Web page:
The family of solvers referred to as SUNDIALS consists of the solvers CVODE and ARKode (for ODE systems), KINSOL (for nonlinear algebraic systems), and IDA (for differential-algebraic systems). In addition, SUNDIALS also includes variants of CVODE and IDA with sensitivity analysis capabilities (using either forward or adjoint methods), called CVODES and IDAS, respectively.

The various solvers of this family share many subordinate modules. For this reason, it is organized as a family, with a directory structure that exploits that sharing (see the following Figures SUNDIALS organization, SUNDIALS tree and SUNDIALS examples). The following is a list of the solver packages presently available, and the basic functionality of each:

- CVODE, a linear multistep solver for stiff and nonstiff ODE systems \(\dot{y} = f(t,y)\) based on Adams and BDF methods;
- CVODES, a linear multistep solver for stiff and nonstiff ODEs with sensitivity analysis capabilities;
- ARKode, a Runge-Kutta based solver for stiff, nonstiff, and mixed ODE systems;
- IDA, a linear multistep solver for differential-algebraic systems \(F(t,y,\dot{y}) = 0\) based on BDF methods;
- IDAS, a linear multistep solver for differential-algebraic systems with sensitivity analysis capabilities;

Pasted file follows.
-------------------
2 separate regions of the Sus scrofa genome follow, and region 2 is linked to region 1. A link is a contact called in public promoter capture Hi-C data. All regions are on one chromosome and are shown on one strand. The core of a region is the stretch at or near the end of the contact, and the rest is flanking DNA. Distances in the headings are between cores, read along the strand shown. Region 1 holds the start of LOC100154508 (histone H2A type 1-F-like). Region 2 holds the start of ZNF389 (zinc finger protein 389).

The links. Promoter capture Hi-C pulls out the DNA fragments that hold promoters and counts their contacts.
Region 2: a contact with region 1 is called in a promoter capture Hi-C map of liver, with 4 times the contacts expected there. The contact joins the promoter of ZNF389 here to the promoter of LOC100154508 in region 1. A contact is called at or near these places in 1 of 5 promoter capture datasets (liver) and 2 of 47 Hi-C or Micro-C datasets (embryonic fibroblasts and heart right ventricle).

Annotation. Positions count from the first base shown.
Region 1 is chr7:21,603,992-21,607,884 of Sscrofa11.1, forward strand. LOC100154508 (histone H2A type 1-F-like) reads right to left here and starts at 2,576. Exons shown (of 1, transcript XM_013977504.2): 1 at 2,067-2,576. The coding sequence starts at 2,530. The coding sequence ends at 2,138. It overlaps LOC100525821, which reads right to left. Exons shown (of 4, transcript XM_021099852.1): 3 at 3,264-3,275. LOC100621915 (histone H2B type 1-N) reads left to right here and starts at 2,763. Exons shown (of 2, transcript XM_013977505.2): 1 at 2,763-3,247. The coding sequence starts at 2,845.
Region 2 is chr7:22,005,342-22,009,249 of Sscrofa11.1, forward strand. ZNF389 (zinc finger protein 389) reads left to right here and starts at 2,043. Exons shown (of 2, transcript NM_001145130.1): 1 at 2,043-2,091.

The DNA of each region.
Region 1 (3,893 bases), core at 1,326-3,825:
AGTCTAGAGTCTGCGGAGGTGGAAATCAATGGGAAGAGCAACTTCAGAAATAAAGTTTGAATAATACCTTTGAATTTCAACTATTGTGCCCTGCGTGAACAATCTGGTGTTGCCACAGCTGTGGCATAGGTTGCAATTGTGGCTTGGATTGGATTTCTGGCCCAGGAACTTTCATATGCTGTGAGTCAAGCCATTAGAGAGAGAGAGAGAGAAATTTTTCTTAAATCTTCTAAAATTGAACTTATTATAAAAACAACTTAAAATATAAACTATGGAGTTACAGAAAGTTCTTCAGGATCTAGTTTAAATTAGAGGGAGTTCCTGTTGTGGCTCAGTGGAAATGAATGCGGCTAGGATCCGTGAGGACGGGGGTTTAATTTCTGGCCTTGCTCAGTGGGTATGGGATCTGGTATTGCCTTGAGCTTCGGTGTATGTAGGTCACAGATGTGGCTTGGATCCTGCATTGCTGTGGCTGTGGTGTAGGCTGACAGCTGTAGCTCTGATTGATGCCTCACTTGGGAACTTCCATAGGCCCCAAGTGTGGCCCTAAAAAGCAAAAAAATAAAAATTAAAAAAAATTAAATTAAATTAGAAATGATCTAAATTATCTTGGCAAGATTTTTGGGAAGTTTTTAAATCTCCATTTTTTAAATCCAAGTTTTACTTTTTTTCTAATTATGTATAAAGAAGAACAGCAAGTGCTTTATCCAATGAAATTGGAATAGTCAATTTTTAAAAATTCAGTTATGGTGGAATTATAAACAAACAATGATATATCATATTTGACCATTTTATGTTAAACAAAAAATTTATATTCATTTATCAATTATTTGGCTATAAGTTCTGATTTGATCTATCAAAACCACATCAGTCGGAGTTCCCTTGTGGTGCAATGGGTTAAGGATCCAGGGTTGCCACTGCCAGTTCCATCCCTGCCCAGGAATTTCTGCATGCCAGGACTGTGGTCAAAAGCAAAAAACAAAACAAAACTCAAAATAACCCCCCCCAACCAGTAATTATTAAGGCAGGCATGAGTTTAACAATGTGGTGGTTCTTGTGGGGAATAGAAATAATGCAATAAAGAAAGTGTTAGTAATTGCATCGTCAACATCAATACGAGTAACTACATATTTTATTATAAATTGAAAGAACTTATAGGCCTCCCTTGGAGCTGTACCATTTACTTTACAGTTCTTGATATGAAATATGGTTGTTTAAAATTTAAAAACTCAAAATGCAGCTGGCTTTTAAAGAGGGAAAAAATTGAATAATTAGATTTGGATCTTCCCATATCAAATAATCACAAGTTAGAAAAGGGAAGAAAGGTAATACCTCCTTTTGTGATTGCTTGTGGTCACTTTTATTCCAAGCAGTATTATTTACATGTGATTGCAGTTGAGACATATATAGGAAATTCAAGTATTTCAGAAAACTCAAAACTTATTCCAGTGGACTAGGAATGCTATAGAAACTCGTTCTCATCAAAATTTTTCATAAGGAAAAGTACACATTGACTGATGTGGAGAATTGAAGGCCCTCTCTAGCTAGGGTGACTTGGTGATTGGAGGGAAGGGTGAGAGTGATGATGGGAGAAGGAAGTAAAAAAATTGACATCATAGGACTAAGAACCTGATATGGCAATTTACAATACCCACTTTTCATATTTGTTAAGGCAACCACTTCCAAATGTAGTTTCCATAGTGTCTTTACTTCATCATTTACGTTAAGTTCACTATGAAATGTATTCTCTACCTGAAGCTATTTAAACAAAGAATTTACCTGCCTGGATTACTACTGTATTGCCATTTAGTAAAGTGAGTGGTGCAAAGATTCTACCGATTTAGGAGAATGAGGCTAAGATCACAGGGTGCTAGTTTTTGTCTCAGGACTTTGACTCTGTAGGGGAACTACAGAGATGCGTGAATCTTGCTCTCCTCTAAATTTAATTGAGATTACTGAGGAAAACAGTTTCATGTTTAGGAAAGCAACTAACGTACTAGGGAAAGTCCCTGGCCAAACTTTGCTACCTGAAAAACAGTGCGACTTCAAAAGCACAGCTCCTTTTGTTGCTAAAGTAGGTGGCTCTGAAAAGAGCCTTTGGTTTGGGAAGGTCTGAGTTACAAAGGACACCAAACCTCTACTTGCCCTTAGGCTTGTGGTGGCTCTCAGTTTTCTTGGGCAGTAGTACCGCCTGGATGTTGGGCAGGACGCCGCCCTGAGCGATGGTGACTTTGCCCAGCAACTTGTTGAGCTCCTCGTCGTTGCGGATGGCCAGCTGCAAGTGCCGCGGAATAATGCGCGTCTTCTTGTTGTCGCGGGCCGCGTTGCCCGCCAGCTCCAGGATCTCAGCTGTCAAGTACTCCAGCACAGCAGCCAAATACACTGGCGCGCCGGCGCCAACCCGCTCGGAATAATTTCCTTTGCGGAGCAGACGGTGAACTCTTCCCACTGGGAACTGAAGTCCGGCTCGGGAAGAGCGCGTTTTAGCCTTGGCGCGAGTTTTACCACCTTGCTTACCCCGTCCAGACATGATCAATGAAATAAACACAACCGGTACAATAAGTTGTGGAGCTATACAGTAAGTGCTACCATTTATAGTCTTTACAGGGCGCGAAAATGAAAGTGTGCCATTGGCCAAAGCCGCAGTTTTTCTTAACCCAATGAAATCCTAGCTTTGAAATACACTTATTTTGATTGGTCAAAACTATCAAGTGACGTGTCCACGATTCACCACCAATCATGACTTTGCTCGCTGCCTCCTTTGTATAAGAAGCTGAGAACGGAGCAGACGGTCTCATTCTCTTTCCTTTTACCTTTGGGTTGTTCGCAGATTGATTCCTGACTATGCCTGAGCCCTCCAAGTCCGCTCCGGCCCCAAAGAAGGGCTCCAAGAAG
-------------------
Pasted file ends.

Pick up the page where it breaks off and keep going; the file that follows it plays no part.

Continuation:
- KINSOL, a solver for nonlinear algebraic systems \(F(u) = 0\).

The ARKode package is written in the ANSI C language. The following summarizes the basic structure of the package, although knowledge of this structure is not necessary for its use.

The overall organization of the ARKode package is shown in Figure
ARKode organization. The central integration modules,
implemented in the files `arkode.h`

, `arkode_impl.h`

,
`arkode_butcher.h`

, `arkode.c`

, `arkode_arkstep.c`

,
`arkode_erkstep.c`

and `arkode_butcher.c`

, deal with the
evaluation of integration stages, the nonlinear solvers, estimation of
the local truncation error, selection of step size, and interpolation
to user output points, among other issues. ARKode currently supports
modified Newton, inexact Newton, and accelerated fixed-point solvers
for these nonlinearly implicit problems. However, when using the
Newton-based iterations, or when using a non-identity mass matrix
\(M\ne I\), ARKode has flexibility in the choice of method used to
solve the linear sub-systems that arise. Therefore, for any user
problem invoking the Newton solvers, or any user problem with
\(M\ne I\), one (or more) of the linear system solver modules
should be specified by the user, which is then invoked as needed
during the integration process.

For solving these linear systems, ARKode’s linear solver interface supports both direct and iterative linear solvers built using the generic SUNLINSOL API (see Description of the SUNLinearSolver module). These solvers may utilize a SUNMATRIX object for storing Jacobian information, or they may be matrix-free. Since ARKode can operate on any valid SUNLINSOL implementation, the set of linear solver modules available to ARKode will expand as new SUNLINSOL modules are developed.

For users employing dense or banded Jacobians, ARKode includes algorithms for their approximation through difference quotients, although the user also has the option of supplying a routine to compute the Jacobian (or an approximation to it) directly. This user-supplied routine is required when using sparse or user-supplied Jacobian matrices.